Around six million people are part of Coop Italy’s membership system, having joined through their local retail co-op. Individual coops can set the price of membership, which is generally €25 (£22), and offer their own introductory deals such as discount vouchers or free products.

For example, Lombardy co-op, which has around 750,000 members, is offering a choice of welcome deals for new members, including five 10% discount vouchers, three free products or one €10 voucher. Alleanza co-op, which has around 2.3 million members, is currently running an introductory offer specifically targeted at students and has its own member app.

Coop Italy’s membership system appears to embody its own identity as “a set of enterprises, a movement of people, a collective subject based on a co-operative model born almost 170 years ago and even more current today”.

Serving 80% of households: Finland

In Finland, four out of five households are members of co-operative retailer S Group’s loyalty programme.

This staggering figure consists of 2.5 million members plus an extra 1.4 million family members who join via one of S Group’s 19 regional co-operatives, and benefit from a national scheme that is managed by S Group’s central support co-operative, SOK.

Through their regional co-op, members receive a 5% bonus on purchases in S Group stores across the whole of Finland. The bonus is paid into an account with S-Bank, also part of S Group, that is opened for all members upon joining. Members can withdraw their bonus from this account, or use an S-Bank debit or credit card to spend it, earning them a further 0.5% bonus on spending.

Vice president of Loyalty at SOK, Heini Dahlström, attributes the scheme’s success in part to having a clear value proposition for members, saying of the bonus, “customers really value that it’s not points or vouchers – it’s cash.”

Dahlström explains that SOK has recently started a national marketing campaign around the monthly bonus payday, after picking up the idea from one of the regional co-ops. Calling this a “powerful example of the power of working together”, Dahlström says that structure underlying the membership system is conducive to agile development, whereby innovation can be tested at the regional co-op level and rolled out nationally if there is appetite across the network.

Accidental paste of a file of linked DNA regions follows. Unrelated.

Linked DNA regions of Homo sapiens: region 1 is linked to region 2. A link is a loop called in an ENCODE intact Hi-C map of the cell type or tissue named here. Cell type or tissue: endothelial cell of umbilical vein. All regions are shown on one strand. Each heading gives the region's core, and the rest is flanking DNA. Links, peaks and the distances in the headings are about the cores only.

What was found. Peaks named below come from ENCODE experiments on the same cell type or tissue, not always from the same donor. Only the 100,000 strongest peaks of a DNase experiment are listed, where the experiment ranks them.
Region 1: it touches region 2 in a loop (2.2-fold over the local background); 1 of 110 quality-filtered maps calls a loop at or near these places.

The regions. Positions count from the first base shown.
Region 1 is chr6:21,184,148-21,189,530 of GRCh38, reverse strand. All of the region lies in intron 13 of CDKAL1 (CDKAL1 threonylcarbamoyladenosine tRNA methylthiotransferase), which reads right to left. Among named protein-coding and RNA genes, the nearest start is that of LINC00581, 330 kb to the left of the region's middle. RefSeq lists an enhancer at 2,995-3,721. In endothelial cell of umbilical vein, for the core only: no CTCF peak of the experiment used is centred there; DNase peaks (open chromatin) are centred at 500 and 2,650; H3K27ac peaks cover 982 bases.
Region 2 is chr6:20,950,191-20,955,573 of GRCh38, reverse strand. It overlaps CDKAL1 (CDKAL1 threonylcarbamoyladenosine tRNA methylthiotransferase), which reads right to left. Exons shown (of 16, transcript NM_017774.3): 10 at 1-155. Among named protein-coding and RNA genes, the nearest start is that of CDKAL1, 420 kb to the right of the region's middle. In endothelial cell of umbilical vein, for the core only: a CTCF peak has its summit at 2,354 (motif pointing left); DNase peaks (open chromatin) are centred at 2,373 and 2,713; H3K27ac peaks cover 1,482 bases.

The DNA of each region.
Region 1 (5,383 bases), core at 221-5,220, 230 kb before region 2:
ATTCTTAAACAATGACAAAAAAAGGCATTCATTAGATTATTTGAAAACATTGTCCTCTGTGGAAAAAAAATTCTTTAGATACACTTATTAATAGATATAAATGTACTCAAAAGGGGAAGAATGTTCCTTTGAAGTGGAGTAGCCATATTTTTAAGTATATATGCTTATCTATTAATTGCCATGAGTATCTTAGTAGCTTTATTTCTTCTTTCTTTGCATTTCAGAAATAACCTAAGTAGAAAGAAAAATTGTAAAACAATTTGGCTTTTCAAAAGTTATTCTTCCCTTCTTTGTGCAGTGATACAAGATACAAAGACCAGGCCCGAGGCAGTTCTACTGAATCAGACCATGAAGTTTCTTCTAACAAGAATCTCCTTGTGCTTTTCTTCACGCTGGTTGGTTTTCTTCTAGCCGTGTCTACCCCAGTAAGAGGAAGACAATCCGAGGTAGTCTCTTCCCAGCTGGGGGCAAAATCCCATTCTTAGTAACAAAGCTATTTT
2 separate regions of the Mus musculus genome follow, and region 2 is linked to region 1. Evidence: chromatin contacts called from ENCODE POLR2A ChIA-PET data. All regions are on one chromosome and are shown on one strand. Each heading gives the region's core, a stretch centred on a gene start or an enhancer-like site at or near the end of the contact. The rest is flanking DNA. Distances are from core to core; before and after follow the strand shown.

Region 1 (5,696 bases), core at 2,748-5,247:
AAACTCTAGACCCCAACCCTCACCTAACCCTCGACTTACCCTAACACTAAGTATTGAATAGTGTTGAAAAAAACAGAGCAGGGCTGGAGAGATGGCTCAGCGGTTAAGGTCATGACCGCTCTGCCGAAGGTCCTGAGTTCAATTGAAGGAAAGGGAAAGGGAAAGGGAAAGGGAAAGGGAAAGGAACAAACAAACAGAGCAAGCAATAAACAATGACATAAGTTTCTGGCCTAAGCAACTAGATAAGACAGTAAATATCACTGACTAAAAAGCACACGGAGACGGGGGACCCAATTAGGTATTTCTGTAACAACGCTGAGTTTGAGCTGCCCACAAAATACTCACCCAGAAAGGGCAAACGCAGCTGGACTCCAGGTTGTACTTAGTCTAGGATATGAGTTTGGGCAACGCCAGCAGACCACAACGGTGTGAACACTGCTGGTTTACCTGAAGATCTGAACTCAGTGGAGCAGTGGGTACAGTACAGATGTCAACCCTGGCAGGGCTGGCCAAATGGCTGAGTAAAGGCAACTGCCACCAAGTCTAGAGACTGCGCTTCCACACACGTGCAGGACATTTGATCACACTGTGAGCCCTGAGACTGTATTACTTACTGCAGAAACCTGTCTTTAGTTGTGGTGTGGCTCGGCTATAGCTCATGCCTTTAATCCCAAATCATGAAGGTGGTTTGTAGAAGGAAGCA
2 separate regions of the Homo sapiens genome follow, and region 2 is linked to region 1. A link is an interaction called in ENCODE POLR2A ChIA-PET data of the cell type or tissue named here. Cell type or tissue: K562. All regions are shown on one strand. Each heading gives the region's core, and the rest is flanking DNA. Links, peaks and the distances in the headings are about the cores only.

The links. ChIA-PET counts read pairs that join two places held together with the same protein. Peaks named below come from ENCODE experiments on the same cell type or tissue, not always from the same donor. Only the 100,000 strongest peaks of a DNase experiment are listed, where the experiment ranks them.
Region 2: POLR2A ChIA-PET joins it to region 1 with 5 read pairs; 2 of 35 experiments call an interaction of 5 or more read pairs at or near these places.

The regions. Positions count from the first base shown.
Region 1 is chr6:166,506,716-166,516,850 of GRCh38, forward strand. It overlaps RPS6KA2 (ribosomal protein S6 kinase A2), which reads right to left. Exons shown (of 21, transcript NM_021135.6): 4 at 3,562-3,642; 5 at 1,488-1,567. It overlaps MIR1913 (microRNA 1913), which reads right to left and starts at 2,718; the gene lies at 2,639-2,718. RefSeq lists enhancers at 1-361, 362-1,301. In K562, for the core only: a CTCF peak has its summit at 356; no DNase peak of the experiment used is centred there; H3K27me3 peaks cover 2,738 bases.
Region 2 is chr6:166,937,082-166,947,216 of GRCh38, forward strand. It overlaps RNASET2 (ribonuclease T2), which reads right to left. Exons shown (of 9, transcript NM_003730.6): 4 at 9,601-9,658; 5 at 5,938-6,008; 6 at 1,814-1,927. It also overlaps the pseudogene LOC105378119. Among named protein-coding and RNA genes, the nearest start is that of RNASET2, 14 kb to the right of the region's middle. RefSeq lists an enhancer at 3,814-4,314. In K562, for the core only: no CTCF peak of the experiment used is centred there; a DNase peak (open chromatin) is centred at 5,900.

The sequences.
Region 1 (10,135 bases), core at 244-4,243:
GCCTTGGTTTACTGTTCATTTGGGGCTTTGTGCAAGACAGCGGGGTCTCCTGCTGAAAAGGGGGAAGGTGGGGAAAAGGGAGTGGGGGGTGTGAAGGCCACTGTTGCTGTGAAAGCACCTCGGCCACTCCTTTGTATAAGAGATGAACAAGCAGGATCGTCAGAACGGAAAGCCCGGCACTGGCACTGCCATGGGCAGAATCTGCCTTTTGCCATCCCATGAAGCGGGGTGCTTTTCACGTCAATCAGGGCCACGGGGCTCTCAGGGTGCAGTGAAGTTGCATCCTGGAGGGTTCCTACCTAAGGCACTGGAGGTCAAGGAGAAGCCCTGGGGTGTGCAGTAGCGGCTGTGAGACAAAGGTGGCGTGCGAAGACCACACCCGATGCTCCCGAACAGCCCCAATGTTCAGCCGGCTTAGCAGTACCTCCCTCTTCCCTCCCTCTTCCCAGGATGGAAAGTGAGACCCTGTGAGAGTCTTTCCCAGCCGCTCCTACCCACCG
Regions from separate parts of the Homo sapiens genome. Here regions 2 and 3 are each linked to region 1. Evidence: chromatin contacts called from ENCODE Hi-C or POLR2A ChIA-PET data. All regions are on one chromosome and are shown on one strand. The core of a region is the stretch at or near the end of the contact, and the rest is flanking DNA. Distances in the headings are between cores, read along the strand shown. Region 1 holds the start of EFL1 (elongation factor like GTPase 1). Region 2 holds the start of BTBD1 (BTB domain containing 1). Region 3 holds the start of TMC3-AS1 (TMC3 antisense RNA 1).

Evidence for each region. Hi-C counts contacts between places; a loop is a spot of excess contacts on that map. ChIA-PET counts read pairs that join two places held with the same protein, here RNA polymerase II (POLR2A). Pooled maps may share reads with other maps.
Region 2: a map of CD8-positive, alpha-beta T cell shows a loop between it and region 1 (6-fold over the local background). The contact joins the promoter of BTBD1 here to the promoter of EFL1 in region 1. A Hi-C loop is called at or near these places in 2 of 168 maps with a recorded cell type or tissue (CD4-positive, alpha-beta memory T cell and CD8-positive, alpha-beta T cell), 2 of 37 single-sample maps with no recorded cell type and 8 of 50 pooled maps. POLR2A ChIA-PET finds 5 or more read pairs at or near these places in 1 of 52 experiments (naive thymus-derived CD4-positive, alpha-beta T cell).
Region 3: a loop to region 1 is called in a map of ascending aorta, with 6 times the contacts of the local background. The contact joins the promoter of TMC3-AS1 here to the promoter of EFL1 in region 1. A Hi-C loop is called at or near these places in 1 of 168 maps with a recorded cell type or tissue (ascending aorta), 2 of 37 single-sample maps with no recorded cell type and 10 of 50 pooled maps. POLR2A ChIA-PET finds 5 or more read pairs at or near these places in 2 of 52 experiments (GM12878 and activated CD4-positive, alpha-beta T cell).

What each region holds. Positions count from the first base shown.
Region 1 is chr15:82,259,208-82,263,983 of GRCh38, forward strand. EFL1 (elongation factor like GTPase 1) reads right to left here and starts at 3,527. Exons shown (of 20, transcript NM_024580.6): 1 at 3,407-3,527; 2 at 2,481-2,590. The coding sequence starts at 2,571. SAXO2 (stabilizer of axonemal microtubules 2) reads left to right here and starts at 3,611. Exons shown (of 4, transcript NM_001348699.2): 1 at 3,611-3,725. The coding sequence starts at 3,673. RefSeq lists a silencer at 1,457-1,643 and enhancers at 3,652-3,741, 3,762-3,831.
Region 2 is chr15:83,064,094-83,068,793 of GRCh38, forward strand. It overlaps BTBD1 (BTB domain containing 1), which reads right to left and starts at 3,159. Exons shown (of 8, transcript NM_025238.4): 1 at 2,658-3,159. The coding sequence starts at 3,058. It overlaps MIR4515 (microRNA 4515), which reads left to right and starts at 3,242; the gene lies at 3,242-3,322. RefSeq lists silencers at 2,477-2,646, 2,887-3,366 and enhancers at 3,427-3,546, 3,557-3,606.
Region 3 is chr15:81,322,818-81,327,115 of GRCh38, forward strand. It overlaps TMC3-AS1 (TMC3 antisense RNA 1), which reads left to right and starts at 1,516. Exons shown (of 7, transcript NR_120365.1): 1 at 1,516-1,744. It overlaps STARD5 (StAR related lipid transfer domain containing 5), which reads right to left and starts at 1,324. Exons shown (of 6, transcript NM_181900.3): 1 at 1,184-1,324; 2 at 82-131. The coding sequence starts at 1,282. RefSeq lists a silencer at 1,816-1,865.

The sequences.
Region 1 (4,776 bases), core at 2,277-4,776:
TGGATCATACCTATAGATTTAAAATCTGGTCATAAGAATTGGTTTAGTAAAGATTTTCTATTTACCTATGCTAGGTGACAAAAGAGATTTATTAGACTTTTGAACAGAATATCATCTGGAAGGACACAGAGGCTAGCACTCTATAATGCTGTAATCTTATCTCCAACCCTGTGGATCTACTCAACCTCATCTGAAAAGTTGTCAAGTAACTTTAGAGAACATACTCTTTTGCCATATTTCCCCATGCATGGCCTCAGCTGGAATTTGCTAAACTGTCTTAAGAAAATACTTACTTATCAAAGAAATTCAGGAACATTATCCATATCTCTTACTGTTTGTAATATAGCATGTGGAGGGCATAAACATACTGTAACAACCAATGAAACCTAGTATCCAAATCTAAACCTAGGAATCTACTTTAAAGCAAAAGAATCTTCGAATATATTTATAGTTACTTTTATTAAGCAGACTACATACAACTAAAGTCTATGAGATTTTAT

Related: More than a loyalty card: UK retail co-operative membership

“If something works and other co-ops become thrilled about it, it’s good to have a way to find something that makes each of us stronger.” Dahlström highlights the importance of the regional co-ops in connecting with members to “fuel the story” of the co-operative by sharing what they are doing at a local level, within the standardised membership structure.

The regional co-ops also make the existence of this structure possible, through a fee that goes to SOK for managing the loyalty programme.

Another factor Dahlström says has been crucial to S Group’s success is consumer research. “We work with our customers quite systematically in our product development, and we have also had really good examples of using customer insight in marketing.

“The most important thing is to understand the customer and find the solutions that are good and engaging for them … then it’s easy to decide on the next development initiatives and to create a common understanding of where we want to go.”